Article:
Two, it’ll keep the Cardinals from doing damage from 3-point range. Louisville, which finished fifth in the Big East in offensive rebounding, likes to crash the offensive glass and pass out to an open 3 shooter.

    ATTRITION BEGINS AT STATE: The Mississippi State hoops news came rapid fire on Monday. First freshman DeVille Smith announced he was leaving the program. Then Murray State announced that it had given first-year coach Steve Prohm a raise and a contract extension, thereby eliminating State athletic director Scott Stricklin’s supposed No. 1 candidate to replace the retired Rick Stansbury as coach.

    Finally, junior post man Renardo Sidney announced he was declaring for the NBA Draft. His comment to the Jackson Clarion-Ledger was priceless: “I’ve been thrown in the fire all year, so I’m not going back through that stuff any more.”

    Wonder if Sidney has ever stopped to consider that some of the “fire” he talked about was caused by him?

    Despite Sidney’s seeming reluctance to get with the program - i.e., get in shape, run down the court on defense, etc. - he’s probably going to get drafted by an NBA team looking to find a skilled low-post presence. And Sidney is definitely skilled.

    KENNEDY STAYING PUT: Ole Miss did the right thing when it announced last weekend it would renegotiate coach Andy Kennedy’s contract rather than risk losing him to his alma mater, UAB.

    UAB wouldn’t have matched Kennedy’s $1.3 million annual salary, but it was rumored to be willing to give him a six-year deal in the $700,000 a year range. Kennedy had two years left on his Ole Miss contract, so if UAB really was offering a guaranteed $4.2 mil, he might have had something to think about.

    People just don’t realize how good a job Kennedy has done in Oxford, where it’s hard to recruit players even though Ole Miss is a great academic institution. Kennedy has won 20 games and earned an NIT bid in five of his six seasons. The one season the Rebels didn’t win 20 or get to the postseason, his starting backcourt was gutted by season-ending injuries to Chris Warren, Trevor Gaskins and Eneil Polynice.

    That may not sound that impressive at some schools, but at Ole Miss, it’s a solid measure of consistency. Kennedy’s task is to find a way to win two more games during the regular season, the difference between the NIT and NCAA Tournament. Here’s how fine a line that can be, though: All-SEC forward Murphy Holloway injured an ankle against Middle Tennessee in late December and the Rebels lost that game and two of the three others he missed. If Holloway hadn’t been injured and Ole Miss were 3-1 in those games, it would probably have earned at at-large NCAA bid.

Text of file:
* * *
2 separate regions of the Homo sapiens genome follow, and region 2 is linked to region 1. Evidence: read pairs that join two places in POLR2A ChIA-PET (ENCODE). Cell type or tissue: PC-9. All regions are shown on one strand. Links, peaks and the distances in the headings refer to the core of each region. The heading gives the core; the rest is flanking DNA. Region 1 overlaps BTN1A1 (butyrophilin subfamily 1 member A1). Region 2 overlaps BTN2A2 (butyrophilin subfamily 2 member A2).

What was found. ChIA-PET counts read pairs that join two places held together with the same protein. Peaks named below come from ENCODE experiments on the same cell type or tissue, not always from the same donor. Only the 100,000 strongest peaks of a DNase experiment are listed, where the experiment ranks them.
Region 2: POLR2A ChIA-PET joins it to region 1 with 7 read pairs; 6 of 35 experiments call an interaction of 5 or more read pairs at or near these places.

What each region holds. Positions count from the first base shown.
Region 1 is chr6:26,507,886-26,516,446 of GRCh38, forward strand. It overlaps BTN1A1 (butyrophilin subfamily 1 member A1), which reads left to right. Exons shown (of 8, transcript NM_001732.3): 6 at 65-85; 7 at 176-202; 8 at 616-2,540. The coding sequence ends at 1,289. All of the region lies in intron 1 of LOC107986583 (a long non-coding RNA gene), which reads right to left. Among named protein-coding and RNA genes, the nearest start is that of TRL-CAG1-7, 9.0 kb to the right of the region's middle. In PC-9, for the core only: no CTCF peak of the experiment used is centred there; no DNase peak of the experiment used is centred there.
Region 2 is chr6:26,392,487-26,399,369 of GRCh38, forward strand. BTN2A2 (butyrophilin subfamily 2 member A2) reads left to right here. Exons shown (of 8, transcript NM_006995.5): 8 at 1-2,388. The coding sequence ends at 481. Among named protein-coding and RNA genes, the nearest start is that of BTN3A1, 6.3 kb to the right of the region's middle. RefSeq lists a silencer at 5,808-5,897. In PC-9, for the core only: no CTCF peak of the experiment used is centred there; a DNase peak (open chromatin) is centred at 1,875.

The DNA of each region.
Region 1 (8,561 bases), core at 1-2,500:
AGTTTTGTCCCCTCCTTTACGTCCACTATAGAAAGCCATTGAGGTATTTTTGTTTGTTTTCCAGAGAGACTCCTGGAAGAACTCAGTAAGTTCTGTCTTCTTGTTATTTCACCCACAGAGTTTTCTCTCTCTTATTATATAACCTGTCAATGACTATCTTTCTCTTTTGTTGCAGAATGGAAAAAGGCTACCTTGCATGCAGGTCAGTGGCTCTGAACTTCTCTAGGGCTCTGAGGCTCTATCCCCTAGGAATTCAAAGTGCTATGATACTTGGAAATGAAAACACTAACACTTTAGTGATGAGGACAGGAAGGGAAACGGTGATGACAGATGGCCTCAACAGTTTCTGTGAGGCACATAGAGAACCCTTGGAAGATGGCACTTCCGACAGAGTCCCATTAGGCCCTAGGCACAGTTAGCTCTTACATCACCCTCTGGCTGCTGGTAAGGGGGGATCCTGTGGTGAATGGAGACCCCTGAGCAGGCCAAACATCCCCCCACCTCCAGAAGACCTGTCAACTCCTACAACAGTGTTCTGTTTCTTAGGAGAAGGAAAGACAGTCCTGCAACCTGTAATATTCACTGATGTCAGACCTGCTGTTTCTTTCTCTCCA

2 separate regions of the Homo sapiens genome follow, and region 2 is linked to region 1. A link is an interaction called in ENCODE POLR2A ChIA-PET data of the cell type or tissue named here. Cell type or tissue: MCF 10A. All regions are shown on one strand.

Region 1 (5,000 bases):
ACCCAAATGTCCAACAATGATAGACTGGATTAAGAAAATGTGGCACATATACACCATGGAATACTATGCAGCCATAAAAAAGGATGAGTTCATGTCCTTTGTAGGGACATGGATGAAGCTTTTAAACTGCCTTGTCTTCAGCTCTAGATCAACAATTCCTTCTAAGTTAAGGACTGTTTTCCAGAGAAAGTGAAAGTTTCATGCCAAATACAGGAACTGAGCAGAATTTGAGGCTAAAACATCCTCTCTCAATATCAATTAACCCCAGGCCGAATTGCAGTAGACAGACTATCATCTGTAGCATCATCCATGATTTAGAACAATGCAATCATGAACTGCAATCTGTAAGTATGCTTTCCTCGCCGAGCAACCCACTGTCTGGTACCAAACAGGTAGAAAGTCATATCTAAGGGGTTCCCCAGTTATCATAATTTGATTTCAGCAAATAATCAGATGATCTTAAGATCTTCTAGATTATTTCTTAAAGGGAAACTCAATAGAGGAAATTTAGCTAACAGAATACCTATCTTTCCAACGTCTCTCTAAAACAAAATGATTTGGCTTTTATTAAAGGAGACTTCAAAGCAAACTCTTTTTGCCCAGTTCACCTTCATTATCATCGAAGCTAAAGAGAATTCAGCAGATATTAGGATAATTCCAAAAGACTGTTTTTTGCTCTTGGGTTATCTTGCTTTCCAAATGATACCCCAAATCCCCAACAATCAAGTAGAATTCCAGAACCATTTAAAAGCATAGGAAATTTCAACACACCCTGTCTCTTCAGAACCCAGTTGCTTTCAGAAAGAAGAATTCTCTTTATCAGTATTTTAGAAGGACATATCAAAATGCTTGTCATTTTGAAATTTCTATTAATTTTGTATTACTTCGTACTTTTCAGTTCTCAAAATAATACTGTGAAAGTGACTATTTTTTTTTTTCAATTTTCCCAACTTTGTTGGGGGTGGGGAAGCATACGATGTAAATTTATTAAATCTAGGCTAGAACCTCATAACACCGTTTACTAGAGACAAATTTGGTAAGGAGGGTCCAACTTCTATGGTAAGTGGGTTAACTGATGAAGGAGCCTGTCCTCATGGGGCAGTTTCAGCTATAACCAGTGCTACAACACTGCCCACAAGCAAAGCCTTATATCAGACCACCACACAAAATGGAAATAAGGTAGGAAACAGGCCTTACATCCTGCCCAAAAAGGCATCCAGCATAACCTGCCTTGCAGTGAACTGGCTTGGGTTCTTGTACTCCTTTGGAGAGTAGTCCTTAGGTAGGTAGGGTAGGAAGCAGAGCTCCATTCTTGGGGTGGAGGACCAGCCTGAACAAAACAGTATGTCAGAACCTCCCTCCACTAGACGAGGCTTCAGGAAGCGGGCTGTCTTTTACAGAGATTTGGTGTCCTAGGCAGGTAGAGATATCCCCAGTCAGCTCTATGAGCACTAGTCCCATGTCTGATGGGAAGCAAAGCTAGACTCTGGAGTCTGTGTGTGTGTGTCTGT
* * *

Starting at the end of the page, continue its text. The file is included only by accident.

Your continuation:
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    Chris Dortch Bio

    Chris Dortch estimates he’s covered close to 1,500 college basketball games since he was sports editor of his college student newspaper back in the late ’70s. “And it never gets old,” he says. “I always get pumped up to watch college hoops.”

    Dortch came to love basketball growing up in the basketball crazy state of Illinois, watching Missouri Valley Conference and Big Ten games every Saturday and pouring over the sports section of the St. Louis Post-Dispatch. “I think I learned how to read a box score before I learned how to read,” he says.

    In college, first at George Mason and later at East Tennessee State, he came under the influence of two coaches that gave him a behind-the-scenes look at basketball from a coaching perspective. “After that I was hooked,” he says. “I knew I wanted to cover college basketball for a living.”

    And so he did, focusing on the Southeastern Conference at four newspapers and then for Blue Ribbon College Basketball Yearbook, the famed “bible” of college basketball which Dortch began editing in 1996.

    In a 30-year career, Dortch has written for numerous publications and websites, served as a college basketball correspondent for Sports Illustrated, appeared on more than 1,000 radio shows and written five books, including String Music: Inside the Rise of SEC Basketball.

    Dortch has provided commentary for CSS, Fox Sports South, NBA TV and the Big Ten Network and also taught sports writing at East Tennessee State and Tennessee-Chattanooga, where his students call him “Professor D.”